I speak with a lot of people who are interested in getting into project management and wondering how to get started. Many of them have done some project management and feel a natural affinity for managing projects, but know that they don’t have nearly enough experience to qualify for the PMP® exam. They’re looking for a strategy and a course of action to gather more project management experience and establish a solid career trajectory in project management. I will share a few tips that I recommend to assist you in furthering your career.
The strategy that I recommend is to look for a position as a project coordinator, which is a junior level project management position. The ideal scenario would be to get assigned as a project coordinator supporting a very senior and capable project manager on a large, complex project — a project so large, that one or more coordinators are needed to assist. As a project coordinator you will be doing some of the grunt work — taking meeting notes; writing-up meeting summaries; updating schedules; pinging support staff for updates — whatever help the project manager needs and asks for. In the process, you will be in a position to observe the project manager day-to-day — how she deals with various sticky situations, difficult people, conflicts, issues. You will learn and model yourself after her best behaviors, and identify and work to remedy any skill gaps you might have.
The Course Of Action
Now, how to find such a position? I suggest one certification and one skill. The CAPM® certification and knowing how to use Microsoft Project.
Certification - CAPM:
The Certified Associate in Project Management (CAPM) is a junior level certification and does not carry nearly the prestige of the PMP, however it does demonstrate interest in project management and motivation to become a strong project manager. No project experience is required to sit for the CAPM. Any high school graduate can take it after completing 23 hours of project management training. As you study for the CAPM you will learn the PMI framework for project management. You will become fully conversant in the terminology and concepts of project management and able to hold your own in a conversation about project management principles. While you are at it, join PMI and your local PMI chapter and work on expanding your network within the project management community.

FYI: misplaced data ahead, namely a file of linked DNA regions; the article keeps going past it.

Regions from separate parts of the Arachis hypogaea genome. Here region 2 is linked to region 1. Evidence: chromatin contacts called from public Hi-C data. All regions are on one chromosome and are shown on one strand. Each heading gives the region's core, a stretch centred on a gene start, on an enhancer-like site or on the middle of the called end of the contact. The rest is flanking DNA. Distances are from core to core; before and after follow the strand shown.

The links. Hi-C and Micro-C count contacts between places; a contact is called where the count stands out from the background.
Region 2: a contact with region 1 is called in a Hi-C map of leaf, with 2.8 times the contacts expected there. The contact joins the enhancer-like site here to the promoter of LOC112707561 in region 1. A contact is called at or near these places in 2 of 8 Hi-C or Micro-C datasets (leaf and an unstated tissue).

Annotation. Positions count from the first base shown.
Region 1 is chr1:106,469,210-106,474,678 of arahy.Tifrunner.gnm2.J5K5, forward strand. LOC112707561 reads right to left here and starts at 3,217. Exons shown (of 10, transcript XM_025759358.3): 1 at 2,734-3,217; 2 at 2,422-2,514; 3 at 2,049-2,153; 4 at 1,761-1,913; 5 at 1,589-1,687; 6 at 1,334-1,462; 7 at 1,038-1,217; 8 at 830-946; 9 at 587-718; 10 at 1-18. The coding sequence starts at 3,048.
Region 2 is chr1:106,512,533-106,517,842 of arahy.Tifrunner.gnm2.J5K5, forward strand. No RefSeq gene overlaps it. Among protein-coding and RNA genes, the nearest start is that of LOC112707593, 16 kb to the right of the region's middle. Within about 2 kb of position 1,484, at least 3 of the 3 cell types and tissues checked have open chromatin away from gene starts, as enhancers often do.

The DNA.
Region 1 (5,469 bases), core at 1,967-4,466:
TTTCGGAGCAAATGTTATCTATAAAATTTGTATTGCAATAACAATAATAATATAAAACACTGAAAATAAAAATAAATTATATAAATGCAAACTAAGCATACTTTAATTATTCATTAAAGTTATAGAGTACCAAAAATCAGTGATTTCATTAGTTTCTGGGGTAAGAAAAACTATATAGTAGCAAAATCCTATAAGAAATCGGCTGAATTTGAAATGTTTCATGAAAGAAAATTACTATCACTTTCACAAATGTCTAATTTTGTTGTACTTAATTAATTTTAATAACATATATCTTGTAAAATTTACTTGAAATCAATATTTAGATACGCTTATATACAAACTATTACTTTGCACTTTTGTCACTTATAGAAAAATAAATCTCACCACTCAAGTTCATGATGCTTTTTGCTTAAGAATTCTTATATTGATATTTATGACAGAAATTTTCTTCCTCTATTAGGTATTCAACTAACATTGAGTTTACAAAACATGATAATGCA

Skill - Microsoft Project:
Microsoft Project is a software application that many project managers use to keep track of schedule. It allows you to define activities and their start dates and durations, and dependencies between tasks. The application can generate visual representations of the project schedule as GANTT charts or as schedule network diagrams. As the project proceeds, actual progress vs. plan can be displayed. In many organizations, familiarity with Microsoft Project is expected of all project managers. Before you step into an interview, you want to be able to say: “yes, I am proficient in Microsoft Project”. In project management it is as basic an expectation as MS Excel; WORD; Powerpoint; Visio; and Outlook.
Training - CAPM:
My company offers a self-paced CAPM Exam Prep eLearning course for $188. Details here:
Training - Microsoft Project:
Bonnie Biafore offers a good self-paced eLearning course for Microsoft Project here:
You can probably get access to it through your local public library at no cost. If you have a premium membership with LinkedIn, you will have access at no cost through their Learning portal. You will need your own license for Microsoft Project, so that you can get lots of hands-on practice. You can get a subscription license for $30 per month here:
If you are interested in getting into project management, this is the strategy I recommend. One certification (the CAPM) and one skill (Microsoft Project). Then start building project experience as a project coordinator. From here you can then go on to learn more about ‘Agile’ and learn as much as you can about whatever industry you want to work within.
PMI, PMP, and CAPM are registered marks of the Project Management Institute, Inc.